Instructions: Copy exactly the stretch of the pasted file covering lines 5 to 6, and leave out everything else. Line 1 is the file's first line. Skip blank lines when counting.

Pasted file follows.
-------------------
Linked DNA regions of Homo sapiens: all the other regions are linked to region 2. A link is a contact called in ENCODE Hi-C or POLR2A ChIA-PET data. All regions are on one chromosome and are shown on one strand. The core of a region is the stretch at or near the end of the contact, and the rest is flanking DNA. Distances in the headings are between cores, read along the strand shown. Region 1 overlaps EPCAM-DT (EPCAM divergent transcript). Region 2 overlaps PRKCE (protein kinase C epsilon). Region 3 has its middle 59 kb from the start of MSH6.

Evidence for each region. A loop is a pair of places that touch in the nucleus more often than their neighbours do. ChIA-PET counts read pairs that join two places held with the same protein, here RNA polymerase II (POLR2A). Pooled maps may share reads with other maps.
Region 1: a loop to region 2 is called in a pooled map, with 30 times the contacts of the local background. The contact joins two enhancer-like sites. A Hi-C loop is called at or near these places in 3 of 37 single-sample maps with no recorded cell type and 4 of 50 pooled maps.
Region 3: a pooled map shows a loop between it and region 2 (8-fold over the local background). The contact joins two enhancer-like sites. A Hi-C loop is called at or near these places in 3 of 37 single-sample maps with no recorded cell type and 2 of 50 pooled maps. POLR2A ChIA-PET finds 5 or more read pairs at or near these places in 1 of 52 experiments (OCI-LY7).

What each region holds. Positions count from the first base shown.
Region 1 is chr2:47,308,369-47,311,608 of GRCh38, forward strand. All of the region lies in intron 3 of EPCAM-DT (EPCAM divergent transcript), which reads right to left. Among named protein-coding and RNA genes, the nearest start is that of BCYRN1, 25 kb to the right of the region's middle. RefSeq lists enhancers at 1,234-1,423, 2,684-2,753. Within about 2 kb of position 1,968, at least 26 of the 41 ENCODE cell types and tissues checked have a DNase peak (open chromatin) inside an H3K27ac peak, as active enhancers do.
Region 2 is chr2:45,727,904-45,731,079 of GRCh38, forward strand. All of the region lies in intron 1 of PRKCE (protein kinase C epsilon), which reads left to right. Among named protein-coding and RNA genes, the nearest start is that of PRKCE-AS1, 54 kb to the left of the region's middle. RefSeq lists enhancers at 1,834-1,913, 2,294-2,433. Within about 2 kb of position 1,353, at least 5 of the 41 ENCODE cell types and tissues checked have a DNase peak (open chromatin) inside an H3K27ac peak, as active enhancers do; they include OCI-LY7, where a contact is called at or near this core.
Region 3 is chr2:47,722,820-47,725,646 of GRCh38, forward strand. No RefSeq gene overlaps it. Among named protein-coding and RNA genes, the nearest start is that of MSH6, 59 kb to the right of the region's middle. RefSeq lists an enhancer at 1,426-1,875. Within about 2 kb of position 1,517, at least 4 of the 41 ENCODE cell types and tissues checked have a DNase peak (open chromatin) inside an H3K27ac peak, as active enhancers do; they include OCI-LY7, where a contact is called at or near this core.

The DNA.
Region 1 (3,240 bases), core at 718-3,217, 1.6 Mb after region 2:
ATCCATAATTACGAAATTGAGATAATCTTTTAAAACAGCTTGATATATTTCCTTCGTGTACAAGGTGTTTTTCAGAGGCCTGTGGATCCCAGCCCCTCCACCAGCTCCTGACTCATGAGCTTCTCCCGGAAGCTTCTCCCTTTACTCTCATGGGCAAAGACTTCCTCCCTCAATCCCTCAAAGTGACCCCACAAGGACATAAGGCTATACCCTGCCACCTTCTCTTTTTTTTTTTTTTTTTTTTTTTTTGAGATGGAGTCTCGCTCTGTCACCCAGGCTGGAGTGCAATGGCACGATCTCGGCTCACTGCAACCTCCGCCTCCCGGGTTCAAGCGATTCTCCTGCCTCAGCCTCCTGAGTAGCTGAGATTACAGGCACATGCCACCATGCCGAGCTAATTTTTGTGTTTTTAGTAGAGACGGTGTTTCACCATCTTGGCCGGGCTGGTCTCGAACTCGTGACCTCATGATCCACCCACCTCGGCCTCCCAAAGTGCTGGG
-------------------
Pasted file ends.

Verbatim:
What each region holds. Positions count from the first base shown.
Region 1 is chr2:47,308,369-47,311,608 of GRCh38, forward strand. All of the region lies in intron 3 of EPCAM-DT (EPCAM divergent transcript), which reads right to left. Among named protein-coding and RNA genes, the nearest start is that of BCYRN1, 25 kb to the right of the region's middle. RefSeq lists enhancers at 1,234-1,423, 2,684-2,753. Within about 2 kb of position 1,968, at least 26 of the 41 ENCODE cell types and tissues checked have a DNase peak (open chromatin) inside an H3K27ac peak, as active enhancers do.